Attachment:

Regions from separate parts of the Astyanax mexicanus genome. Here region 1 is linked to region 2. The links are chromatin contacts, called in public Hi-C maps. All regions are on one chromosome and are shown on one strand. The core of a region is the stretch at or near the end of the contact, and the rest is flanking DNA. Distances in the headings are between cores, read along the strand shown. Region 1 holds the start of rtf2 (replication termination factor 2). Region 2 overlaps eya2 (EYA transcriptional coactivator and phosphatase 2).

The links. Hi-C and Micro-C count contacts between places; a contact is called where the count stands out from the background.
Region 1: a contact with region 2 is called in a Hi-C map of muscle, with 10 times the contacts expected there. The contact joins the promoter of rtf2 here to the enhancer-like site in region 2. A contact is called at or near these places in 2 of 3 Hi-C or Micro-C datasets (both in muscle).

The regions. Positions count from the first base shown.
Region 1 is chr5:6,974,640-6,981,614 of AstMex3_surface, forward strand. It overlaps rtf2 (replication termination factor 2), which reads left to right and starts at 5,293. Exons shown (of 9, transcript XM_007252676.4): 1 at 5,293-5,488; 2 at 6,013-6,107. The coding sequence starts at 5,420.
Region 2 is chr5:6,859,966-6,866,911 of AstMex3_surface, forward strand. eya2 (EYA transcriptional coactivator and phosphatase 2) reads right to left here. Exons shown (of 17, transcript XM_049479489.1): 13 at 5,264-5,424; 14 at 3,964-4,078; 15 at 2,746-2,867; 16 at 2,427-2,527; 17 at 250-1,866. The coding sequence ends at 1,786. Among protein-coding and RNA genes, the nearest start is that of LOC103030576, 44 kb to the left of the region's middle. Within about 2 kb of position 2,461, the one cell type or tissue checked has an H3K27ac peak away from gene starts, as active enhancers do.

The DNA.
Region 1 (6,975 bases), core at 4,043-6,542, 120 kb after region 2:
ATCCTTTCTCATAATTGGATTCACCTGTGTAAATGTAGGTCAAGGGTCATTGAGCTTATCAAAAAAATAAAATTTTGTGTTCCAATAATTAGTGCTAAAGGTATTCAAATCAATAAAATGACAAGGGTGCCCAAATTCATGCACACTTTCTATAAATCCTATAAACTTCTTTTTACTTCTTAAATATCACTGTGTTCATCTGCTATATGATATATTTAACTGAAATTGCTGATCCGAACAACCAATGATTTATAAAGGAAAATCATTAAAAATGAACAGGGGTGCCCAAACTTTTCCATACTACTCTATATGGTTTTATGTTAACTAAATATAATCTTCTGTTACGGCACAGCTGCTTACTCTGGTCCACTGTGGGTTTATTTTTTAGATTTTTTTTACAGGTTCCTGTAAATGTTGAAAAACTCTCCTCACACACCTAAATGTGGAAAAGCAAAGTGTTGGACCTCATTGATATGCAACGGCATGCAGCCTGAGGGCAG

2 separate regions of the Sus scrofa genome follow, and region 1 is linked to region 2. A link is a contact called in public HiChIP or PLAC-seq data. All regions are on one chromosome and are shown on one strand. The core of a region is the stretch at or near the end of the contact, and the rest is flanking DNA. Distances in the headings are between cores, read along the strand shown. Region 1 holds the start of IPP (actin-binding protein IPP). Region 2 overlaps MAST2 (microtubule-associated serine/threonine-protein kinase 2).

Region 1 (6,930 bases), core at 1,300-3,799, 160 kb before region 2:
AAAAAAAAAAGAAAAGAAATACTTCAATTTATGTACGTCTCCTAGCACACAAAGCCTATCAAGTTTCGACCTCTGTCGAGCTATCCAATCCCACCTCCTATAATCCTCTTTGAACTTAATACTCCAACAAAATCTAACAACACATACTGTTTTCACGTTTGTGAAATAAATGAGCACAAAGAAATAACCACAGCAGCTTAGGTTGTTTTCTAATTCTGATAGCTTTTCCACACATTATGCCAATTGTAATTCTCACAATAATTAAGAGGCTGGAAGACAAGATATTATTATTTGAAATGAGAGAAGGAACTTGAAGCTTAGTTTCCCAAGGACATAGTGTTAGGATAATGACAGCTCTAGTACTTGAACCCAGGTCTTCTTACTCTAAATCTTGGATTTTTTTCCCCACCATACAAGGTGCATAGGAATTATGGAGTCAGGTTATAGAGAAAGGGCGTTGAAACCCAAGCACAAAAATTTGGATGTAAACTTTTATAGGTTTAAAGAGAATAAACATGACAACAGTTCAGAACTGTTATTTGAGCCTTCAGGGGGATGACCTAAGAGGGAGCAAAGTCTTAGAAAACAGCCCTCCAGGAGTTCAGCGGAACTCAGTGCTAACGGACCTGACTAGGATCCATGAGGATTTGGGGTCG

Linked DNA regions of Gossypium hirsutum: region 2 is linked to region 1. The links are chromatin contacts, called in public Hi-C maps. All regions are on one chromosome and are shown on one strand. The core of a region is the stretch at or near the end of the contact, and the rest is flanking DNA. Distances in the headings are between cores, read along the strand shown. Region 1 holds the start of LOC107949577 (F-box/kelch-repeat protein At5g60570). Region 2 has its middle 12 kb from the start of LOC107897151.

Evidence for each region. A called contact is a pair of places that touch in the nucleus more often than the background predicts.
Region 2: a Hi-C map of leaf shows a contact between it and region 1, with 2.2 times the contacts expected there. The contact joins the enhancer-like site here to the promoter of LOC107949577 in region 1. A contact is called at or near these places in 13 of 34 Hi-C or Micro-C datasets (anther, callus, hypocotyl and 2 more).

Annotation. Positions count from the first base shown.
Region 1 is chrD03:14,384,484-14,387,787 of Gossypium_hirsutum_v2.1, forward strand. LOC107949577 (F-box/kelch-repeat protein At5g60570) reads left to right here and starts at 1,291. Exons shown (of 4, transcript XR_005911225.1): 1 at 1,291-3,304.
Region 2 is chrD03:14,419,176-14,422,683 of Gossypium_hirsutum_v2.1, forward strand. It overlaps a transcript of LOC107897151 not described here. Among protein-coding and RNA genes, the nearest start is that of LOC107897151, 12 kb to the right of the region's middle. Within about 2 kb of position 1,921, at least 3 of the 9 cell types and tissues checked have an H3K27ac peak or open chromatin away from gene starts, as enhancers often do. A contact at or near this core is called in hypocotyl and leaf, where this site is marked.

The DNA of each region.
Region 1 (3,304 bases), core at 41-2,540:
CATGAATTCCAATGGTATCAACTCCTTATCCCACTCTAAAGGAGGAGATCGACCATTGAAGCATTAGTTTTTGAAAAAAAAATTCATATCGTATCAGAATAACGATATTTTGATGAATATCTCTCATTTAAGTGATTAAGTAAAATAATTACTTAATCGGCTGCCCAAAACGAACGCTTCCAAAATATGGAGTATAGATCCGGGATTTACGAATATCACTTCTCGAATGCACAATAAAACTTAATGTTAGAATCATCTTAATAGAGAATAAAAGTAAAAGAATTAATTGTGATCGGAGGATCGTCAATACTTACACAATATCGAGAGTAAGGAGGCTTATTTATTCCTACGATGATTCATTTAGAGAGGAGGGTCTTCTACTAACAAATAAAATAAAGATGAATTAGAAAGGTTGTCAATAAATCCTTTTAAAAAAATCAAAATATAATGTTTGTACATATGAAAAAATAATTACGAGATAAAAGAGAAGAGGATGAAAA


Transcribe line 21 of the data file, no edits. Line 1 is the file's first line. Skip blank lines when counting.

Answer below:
CATGAATTCCAATGGTATCAACTCCTTATCCCACTCTAAAGGAGGAGATCGACCATTGAAGCATTAGTTTTTGAAAAAAAAATTCATATCGTATCAGAATAACGATATTTTGATGAATATCTCTCATTTAAGTGATTAAGTAAAATAATTACTTAATCGGCTGCCCAAAACGAACGCTTCCAAAATATGGAGTATAGATCCGGGATTTACGAATATCACTTCTCGAATGCACAATAAAACTTAATGTTAGAATCATCTTAATAGAGAATAAAAGTAAAAGAATTAATTGTGATCGGAGGATCGTCAATACTTACACAATATCGAGAGTAAGGAGGCTTATTTATTCCTACGATGATTCATTTAGAGAGGAGGGTCTTCTACTAACAAATAAAATAAAGATGAATTAGAAAGGTTGTCAATAAATCCTTTTAAAAAAATCAAAATATAATGTTTGTACATATGAAAAAATAATTACGAGATAAAAGAGAAGAGGATGAAAA